Lobster fest starts today in Rockland

Posted July 28, 2009, at 8:08 p.m.

ROCKLAND, Maine — What do you get when you combine 75,000 people, 20,000 pounds of lobsters, a Sea Goddess and the world’s largest lobster cooker?

What else but the 62nd annual Maine Lobster Festival, of course. Organizers expect the festival, which starts today, will succeed in painting the town and steaming its lobsters as red as ever.

“We have a great time,” said Tammy Kolmosky, president of the Rockland Festival Corp., which promotes the annual event. “It’s a colorful and enjoyable event that builds community spirit and enhances the region’s economy.”


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Lobster lovers and others come from all over the U.S. and other countries to the volunteer-run festival, which Kolmosky estimated generates as much as $2 million annually for the area economy.

“It’s gained so much national and international recognition,” she said.

She said many of this year’s showcase activities — such as the crowning of the Sea Goddess from a court culled from local girls — are tried-and-true crowd pleasers which have been around for decades. Others, such as Sunday’s “Real Maine Man” pageant, are relatively new.

Last year, organizers had a “Real Maine Man” cooking contest, but they’ve upped the ante this summer. Cash prizes totaling $225 will be awarded to those who can prove their Mainely manliness after competing in categories such as Best Real Maine Man Outfit, Talent, and Feats of Strength and Endurance.

“It’s something we’re hoping will engage and entertain the crowd,” Kolmosky said.

Other entertainment options include up-and-coming country rocker Eric Church on Friday night, Celtic fiddler Natalie MacMaster on Saturday, and an acclaimed Rolling Stones tribute band Sunday.

There also will be a parade, an art show, Navy ship tours, and a lobster crate race, among many other activities planned over the five-day festival.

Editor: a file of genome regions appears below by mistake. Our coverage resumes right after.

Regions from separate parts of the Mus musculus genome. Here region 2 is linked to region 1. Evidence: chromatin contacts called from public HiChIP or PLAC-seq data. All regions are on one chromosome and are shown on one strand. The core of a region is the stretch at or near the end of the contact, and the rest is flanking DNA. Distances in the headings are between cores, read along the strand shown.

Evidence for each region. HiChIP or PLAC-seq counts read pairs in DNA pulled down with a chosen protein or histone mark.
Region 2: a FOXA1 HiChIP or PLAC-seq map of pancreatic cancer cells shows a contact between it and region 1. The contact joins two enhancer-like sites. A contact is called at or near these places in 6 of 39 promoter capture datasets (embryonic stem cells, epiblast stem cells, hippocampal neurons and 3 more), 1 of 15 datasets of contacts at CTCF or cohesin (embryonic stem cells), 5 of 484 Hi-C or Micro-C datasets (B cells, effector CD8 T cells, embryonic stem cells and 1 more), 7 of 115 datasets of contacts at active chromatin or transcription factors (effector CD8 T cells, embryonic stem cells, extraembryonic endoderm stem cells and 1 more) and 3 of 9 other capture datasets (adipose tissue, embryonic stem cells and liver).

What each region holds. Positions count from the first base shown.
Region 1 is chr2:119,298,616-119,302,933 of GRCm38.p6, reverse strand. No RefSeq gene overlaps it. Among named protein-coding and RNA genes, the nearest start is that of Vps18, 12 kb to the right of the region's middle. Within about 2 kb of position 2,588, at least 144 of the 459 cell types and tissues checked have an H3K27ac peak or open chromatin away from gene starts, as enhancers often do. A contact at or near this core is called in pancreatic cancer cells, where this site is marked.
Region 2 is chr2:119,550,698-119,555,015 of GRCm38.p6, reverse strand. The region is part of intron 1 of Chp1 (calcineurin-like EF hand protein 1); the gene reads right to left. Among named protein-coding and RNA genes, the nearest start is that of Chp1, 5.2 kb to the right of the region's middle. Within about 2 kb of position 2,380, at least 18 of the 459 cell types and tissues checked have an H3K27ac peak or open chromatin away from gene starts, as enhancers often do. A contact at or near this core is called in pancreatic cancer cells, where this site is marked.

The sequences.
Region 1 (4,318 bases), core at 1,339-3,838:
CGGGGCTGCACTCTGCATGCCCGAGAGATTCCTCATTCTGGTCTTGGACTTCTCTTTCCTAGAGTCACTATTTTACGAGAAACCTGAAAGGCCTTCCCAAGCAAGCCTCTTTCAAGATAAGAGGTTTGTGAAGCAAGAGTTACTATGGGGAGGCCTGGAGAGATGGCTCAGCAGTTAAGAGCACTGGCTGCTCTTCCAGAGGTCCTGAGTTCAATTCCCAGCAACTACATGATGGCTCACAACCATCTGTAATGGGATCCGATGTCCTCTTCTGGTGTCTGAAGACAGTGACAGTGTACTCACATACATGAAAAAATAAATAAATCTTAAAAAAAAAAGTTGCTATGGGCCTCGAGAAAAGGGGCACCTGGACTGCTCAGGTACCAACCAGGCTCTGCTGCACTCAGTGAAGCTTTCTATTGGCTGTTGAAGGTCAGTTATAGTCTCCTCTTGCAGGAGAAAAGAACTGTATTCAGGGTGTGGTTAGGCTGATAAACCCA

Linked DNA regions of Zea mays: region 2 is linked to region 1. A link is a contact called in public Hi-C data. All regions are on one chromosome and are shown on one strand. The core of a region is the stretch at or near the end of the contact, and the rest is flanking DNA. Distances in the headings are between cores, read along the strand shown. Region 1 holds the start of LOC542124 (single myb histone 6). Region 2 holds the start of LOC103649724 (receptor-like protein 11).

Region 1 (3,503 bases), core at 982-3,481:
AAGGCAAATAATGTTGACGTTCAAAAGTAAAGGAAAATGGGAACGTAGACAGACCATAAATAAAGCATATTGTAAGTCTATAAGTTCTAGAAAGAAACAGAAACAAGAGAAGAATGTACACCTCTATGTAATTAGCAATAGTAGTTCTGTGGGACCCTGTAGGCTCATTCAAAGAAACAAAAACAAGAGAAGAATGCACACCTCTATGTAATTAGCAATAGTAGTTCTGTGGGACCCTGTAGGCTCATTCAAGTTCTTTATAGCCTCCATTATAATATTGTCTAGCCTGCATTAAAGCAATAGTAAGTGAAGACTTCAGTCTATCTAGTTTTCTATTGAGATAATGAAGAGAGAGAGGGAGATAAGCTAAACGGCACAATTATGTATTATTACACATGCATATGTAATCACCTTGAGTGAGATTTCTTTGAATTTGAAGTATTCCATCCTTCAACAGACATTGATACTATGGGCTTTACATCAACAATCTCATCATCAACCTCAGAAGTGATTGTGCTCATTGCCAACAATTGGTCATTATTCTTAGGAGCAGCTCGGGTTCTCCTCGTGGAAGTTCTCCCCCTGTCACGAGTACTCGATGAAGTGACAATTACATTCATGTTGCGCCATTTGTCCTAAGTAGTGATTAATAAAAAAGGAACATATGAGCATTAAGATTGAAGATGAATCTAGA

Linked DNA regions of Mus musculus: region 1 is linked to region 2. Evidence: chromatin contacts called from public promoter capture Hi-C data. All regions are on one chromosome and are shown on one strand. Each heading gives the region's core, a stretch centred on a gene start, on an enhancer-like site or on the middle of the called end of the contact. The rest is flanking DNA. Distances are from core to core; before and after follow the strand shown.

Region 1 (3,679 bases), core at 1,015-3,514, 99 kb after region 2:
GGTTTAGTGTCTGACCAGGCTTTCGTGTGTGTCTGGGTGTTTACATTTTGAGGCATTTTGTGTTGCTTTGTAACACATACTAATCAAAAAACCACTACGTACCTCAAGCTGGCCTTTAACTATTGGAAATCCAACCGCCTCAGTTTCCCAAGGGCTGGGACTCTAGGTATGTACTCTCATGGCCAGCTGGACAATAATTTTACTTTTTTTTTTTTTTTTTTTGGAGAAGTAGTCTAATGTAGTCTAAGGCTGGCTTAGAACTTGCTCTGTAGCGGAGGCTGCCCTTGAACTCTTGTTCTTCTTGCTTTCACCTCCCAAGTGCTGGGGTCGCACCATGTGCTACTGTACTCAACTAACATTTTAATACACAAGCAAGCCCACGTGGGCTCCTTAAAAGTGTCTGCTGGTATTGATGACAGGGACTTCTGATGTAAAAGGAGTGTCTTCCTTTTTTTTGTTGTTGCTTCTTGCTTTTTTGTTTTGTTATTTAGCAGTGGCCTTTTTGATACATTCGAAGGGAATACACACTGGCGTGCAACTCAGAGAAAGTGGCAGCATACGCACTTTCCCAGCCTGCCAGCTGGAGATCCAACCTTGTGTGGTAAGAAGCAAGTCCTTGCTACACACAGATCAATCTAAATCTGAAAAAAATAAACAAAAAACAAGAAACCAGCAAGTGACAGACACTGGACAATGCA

But the star of the show, Kolmosky emphasized, is everyone’s favorite sea creature.

“I think the highlight of the festival is the delectable Maine lobster,” she said.

One must-see is what organizers proudly refer to as the “World’s Greatest Lobster Cooker,” a behemoth that can cook 1,600 pounds of lobsters every 15 minutes at its peak capacity.

“It’s a show in itself,” Kolmosky said.

The Maine Lobster Festival Seafood Cooking Contest, held Friday, is also a popular draw.

The first day of the festival, Hometown Day, has no admission fee and features the coronation of the Sea Goddess.

“That’s a hometown favorite,” Kolmosky said.

Spectators also can plan to gasp and laugh at the chilly antics of participants in Sunday’s famous lobster crate race.

Racers run over a string of 50 lobster crates that are partially submerged in the harbor. Whoever runs the most crates before toppling into the Atlantic is the winner. A young Austrian won in recent years by crossing more than 2,000 crates, organizers said, but last year’s winner set a new all-time record of 4,501 crates crossed.

Putting on events like the crate race and others takes a lot of work from the festival’s army of 1,000 volunteers, Kolmosky said, but it’s well worth it.

“It’s a fun time with a lot of community involvement,” she said.

The Maine Lobster Festival will be held from today through Sunday, Aug 2, at Harbor Park in Rockland. For information, go to www.mainelobsterfestival.com.


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